By Greta Weiner
Have you heard about Karma Cafe? They’re coming up on their sixth month of doing business with a twist. Karma Cafe is no ordinary restaurant; it’s a community effort to raise the food, bring the food to the table, and ensure that everyone who walks through the doors, eats.
Wade McCullough travelled around the world learning more and more about food, food preparation, and the food business. At a place in Melbourne, Australia, called Lentil as Anything, McCullough got a new perspective on what sharing food means. He modeled Karma Cafe on Lentil. Starting from the Farmer’s Market, other events, food trucks and catering, McCullough finally opened Karma Cafe and started sharing food. Delicious, warm, good food.
And that’s an important difference – sharing food – as opposed to serving food. Wade’s vision for Karma Cafe is to create an atmosphere of helping the community. From the discounted food, the donated items, the volunteers, and those who donate over and above the cost of their meal, Karma Cafe facilitates people helping people. Everyone that walks in the doors pays something.
This vision was four years in the making, from that flash of inspiration (and hard work) at Lentil as Anything to the doors opening and operating successfully for several months at Karma Cafe. And while Karma Cafe is a 501(c)3 nonprofit organization, they are not one that gets big funding. This restaurant was built by our community.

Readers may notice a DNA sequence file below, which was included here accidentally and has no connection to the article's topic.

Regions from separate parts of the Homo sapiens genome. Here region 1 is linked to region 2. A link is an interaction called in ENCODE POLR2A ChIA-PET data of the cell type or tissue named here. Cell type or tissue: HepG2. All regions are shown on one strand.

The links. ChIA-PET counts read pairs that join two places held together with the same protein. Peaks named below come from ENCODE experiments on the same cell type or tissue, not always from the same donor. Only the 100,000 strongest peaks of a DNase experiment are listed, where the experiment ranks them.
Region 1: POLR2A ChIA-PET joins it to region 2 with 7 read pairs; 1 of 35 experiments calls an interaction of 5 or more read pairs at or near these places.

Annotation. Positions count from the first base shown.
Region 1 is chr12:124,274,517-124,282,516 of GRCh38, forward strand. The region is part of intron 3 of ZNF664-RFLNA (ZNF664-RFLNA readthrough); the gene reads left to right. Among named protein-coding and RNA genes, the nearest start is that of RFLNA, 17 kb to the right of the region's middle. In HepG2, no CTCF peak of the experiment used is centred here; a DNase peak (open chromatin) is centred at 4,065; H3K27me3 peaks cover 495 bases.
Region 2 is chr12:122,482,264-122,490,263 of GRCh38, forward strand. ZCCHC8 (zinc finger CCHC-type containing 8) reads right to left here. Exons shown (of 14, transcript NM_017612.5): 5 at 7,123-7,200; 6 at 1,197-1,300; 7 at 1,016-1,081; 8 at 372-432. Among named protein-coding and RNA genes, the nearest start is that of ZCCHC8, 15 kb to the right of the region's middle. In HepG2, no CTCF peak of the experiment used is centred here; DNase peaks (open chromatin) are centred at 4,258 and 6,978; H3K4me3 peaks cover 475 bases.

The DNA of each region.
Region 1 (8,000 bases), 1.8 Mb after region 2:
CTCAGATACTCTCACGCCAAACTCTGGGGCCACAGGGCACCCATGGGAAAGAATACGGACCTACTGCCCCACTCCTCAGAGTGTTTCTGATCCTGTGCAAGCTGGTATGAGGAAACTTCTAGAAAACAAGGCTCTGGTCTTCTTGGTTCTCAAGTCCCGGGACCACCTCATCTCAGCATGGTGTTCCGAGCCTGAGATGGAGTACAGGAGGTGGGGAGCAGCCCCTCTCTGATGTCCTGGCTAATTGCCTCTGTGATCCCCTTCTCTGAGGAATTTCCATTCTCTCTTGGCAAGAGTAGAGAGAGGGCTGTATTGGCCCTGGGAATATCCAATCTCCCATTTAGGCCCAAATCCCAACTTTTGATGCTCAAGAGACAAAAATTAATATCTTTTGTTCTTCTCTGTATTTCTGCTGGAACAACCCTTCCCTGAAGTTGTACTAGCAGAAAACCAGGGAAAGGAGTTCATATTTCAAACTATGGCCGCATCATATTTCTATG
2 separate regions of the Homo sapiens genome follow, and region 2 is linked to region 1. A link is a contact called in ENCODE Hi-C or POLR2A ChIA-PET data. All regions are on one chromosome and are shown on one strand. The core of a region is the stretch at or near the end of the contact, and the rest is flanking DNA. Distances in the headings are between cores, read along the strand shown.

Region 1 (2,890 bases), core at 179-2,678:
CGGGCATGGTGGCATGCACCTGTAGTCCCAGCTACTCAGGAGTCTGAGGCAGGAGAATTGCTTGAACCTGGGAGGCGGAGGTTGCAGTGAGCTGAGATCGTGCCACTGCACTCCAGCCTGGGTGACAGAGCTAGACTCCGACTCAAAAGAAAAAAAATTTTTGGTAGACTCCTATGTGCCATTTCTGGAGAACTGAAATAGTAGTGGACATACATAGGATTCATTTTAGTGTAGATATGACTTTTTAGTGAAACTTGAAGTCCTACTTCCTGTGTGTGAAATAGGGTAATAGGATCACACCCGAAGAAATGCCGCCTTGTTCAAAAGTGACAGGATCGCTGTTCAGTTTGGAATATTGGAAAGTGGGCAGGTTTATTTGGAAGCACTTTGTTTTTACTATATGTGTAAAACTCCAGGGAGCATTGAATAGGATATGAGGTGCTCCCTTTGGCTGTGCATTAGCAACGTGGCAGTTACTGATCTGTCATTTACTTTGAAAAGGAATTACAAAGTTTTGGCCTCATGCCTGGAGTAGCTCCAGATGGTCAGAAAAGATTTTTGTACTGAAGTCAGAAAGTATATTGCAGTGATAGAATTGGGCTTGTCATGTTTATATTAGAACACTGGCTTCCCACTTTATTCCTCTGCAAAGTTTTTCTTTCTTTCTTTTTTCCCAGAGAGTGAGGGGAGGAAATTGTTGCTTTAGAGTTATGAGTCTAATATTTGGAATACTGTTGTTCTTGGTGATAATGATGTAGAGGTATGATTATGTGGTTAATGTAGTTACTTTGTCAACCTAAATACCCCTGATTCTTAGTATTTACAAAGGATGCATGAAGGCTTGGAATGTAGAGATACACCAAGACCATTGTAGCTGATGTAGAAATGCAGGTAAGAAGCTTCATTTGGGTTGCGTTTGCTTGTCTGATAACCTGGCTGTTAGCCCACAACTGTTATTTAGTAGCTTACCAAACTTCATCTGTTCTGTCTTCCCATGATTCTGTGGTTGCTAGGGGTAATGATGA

The food comes from Karma Food / Karma Cafe’s own farm, and from our farmers’ markets. Often farmers will discount Karma Cafe’s purchases to help do their part in making the restaurant a success. Other food, like staples, nonperishables and such are donated or purchased from the money people have paid for their meals. Your waitresses, chefs and kitchen workers are all part-time workers and volunteers.
Karma’s food is good and good for you. While not a health food restaurant, Karma Cafe has no preservatives in their food and it’s all cooked from scratch. The meals are vegetable-heavy, locally sourced organic produce. Our feature photo is Karma Kafe’s biscuits and gravy, back by popular demand. Even the menu is a community effort, starting first from the produce available, then from experience of the chefs involved and, sometimes, you’ll get a favorite family recipe from someone’s nana.
So how does it all work? Well, if you follow their facebook page (listed below), they will post a picture of the menu board for the week. When you walk in, along the wall is everything you need. There’s the menu, a thermometer, a gratitude board, the box for donations and the jar for tips. The thermometer lets you know about what your meal and a drink costs, as well as the average donation amount for the week. The gratitude board rounds out the feel of commnity at this restaurant. You can write a note of gratitude or just leave a feel-good note for others to see.
Karma Cafe Details:
1617 San Pedro DR NE
Albuquerque, New Mexico
Tuesday – Sunday
9am – 3pm
Greta Weiner is a content creation consultant and writer, writing blogs and creating social media for businesses. As such she is also webmaster and social media manager for Elbow Room New Mexico. Learn more about her at: www.gretaweiner.com